A Glossary of Heart Failure Terms
Diabetes: A condition in which the body does not produce or respond to insulin (a hormone produced by your body, which allows blood sugar or glucose into your body's cells for energy).
Diastolic Pressure: The pressure of the blood in the arteries when the heart is filling. It is the lower of two blood pressure measurements; for example, if the blood pressure is 120/80, then 80 is the diastolic pressure.
Dilated Cardiomyopathy: A disease of the myocardium (heart muscle) that causes the heart cavity to become stretched and enlarged, and the pumping capacity of the heart is reduced.
Dilatation: The increase in size of a blood vessel.
Dipyridamole Stress Test: If you are unable to exercise on a treadmill or stationary bicycle for a stress test, a drug called dipyridamole (Persantine) is used instead of exercise to test the heart's blood flow.
Diuretic: A drug that enables the kidneys to rid the body of excess fluid. It may also be referred to as a "water pill."
Dobutamine Stress Echocardiogram (Dobutamine echo): A procedure that involves infusing a medication (dobutamine) through an intravenous (IV) line while you are closely monitored. This drug stimulates your heart allowing evaluation of heart and valve function at rest and with exertion, when you are unable to exercise on a treadmill or stationary cycle. An echocardiogram is then performed repeatedly during a stress test to evaluate the pumping chambers of the heart.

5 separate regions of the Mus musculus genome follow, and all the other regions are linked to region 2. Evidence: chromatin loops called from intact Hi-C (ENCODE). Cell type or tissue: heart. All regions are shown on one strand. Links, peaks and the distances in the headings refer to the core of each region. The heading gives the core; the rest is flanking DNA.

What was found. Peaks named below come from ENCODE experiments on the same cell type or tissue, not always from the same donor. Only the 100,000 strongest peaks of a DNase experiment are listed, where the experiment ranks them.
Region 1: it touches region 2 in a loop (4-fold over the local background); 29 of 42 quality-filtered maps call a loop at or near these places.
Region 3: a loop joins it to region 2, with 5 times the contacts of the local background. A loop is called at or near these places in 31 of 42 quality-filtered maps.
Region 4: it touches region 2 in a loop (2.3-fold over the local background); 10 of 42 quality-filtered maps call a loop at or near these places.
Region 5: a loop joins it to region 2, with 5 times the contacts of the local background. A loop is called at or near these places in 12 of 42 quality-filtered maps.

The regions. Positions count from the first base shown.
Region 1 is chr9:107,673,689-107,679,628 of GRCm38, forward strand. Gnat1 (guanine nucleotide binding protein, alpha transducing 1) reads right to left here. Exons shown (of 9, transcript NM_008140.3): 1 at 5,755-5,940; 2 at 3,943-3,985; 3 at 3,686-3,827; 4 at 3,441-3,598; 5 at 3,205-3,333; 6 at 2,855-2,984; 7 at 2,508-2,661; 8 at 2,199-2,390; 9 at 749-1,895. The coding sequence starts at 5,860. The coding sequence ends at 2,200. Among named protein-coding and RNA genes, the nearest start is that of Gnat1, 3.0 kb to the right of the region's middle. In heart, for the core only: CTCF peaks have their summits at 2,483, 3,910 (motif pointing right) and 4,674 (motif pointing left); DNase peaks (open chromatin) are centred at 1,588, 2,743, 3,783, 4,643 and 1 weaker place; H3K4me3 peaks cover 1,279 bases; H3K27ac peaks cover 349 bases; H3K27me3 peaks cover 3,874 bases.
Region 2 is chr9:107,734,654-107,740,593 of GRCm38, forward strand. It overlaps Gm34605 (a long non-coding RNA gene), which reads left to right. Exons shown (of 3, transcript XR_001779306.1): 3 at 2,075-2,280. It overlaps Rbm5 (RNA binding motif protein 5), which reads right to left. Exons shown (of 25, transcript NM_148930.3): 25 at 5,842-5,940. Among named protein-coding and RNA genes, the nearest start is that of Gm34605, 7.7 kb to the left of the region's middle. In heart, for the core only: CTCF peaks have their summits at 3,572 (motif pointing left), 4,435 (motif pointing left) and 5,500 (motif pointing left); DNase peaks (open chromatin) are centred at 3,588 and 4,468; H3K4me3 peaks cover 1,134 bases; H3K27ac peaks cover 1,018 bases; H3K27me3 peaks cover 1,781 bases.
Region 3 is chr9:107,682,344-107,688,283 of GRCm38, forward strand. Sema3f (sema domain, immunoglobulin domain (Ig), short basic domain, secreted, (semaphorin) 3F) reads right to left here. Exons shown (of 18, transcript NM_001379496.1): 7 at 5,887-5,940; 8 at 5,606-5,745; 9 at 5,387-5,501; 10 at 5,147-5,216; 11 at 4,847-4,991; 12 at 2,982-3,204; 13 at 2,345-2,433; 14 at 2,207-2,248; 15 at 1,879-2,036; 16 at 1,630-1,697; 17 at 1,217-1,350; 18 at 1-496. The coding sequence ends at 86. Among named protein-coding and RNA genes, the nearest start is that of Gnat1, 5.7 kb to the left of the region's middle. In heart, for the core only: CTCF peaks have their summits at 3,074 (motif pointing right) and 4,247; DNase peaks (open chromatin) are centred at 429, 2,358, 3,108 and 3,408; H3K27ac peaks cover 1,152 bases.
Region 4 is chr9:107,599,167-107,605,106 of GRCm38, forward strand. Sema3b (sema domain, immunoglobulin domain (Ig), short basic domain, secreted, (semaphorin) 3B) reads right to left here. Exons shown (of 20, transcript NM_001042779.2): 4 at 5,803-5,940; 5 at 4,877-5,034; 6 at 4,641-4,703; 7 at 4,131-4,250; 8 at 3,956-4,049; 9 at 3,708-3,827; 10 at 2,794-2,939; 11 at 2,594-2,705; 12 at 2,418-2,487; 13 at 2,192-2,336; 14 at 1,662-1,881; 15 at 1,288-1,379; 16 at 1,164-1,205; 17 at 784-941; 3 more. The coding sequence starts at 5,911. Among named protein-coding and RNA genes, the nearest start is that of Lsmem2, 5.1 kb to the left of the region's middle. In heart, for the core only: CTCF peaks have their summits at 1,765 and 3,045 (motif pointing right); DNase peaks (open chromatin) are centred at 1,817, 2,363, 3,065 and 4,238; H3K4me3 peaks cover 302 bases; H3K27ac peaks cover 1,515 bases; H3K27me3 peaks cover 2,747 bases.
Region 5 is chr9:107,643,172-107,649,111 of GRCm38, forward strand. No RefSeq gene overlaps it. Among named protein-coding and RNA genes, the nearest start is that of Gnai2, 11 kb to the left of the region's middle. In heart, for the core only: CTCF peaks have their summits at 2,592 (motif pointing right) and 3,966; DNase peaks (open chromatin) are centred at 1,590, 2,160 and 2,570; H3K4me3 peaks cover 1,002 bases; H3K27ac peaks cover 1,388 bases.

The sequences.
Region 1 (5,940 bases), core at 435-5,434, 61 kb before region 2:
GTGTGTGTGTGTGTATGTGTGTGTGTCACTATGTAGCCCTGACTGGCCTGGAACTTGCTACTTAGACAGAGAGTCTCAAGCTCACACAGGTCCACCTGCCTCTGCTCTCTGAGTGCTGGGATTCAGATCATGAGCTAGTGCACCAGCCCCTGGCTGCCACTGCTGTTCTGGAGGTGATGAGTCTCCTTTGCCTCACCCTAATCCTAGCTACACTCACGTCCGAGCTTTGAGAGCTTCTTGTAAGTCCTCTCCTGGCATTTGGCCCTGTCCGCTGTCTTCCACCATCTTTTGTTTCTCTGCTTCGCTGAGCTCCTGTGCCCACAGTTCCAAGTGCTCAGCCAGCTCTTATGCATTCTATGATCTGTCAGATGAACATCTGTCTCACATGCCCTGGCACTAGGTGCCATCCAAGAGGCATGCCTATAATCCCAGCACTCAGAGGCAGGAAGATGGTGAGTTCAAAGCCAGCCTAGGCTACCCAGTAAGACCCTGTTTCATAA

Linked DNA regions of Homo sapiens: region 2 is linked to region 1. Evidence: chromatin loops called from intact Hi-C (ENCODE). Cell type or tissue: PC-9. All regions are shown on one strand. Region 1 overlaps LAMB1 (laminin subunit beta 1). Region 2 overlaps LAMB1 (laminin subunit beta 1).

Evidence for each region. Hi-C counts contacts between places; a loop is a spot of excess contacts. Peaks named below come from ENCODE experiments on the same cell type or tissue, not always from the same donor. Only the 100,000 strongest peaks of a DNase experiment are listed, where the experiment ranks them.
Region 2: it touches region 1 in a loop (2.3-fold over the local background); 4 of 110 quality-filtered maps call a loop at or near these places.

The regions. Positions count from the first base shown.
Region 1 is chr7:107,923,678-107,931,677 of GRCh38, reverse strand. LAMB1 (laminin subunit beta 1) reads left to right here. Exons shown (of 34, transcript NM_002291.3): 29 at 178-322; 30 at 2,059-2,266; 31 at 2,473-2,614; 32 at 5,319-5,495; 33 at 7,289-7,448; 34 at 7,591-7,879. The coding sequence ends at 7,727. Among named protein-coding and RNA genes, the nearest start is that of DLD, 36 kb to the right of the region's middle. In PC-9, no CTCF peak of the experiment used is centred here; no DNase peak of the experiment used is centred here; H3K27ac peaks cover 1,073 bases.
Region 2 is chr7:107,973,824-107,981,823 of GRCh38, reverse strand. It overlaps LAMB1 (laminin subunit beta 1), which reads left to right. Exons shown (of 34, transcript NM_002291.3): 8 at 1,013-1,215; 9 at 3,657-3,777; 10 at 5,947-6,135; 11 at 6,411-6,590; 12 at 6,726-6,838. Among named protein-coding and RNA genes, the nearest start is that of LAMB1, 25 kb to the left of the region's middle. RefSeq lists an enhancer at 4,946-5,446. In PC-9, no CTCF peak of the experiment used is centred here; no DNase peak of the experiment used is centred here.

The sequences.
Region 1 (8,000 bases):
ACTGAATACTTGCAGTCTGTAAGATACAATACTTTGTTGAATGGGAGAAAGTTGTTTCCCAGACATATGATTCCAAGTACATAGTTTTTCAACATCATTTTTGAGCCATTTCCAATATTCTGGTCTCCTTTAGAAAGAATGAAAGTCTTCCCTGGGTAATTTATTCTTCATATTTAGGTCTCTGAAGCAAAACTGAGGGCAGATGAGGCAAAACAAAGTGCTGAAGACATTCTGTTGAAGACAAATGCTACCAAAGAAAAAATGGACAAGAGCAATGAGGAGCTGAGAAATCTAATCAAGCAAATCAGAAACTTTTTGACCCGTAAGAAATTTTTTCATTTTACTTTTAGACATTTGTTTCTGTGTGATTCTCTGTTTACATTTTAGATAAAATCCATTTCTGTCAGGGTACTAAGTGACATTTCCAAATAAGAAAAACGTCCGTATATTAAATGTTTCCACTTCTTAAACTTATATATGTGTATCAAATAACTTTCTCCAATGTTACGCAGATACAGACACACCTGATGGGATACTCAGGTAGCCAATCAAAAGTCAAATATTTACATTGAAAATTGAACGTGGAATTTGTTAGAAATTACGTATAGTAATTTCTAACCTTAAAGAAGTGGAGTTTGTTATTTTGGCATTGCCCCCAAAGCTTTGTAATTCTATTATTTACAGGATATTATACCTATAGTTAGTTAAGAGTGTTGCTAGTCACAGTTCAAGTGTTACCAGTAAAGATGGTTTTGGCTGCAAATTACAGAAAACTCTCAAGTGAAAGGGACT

Dyspnea: Difficulty breathing.
Echocardiogram (echo): An imaging procedure that creates a moving picture outline of the heart's valves and chambers using high-frequency sound waves that come from a hand held wand placed on your chest or passed down your throat. Echo is often combined with Doppler ultrasound and color Doppler to evaluate blood flow across the heart's valves. Doppler senses the speed of sound and can pick up abnormal leakage or blockage of valves.
ECMO(Extra corporeal Membrane Oxygenation): In people who are unable to provide oxygen for their own blood or enough blood circulation, they can be put on life support known as extra corporeal membrane oxygenation. The blood is withdrawn from a large vein in the body and passes through a pumping mechanism, and then through a device that puts oxygen into the blood and removes carbon dioxide from the blood. The blood is then returned to the body and circulated in such a way as to sustain life.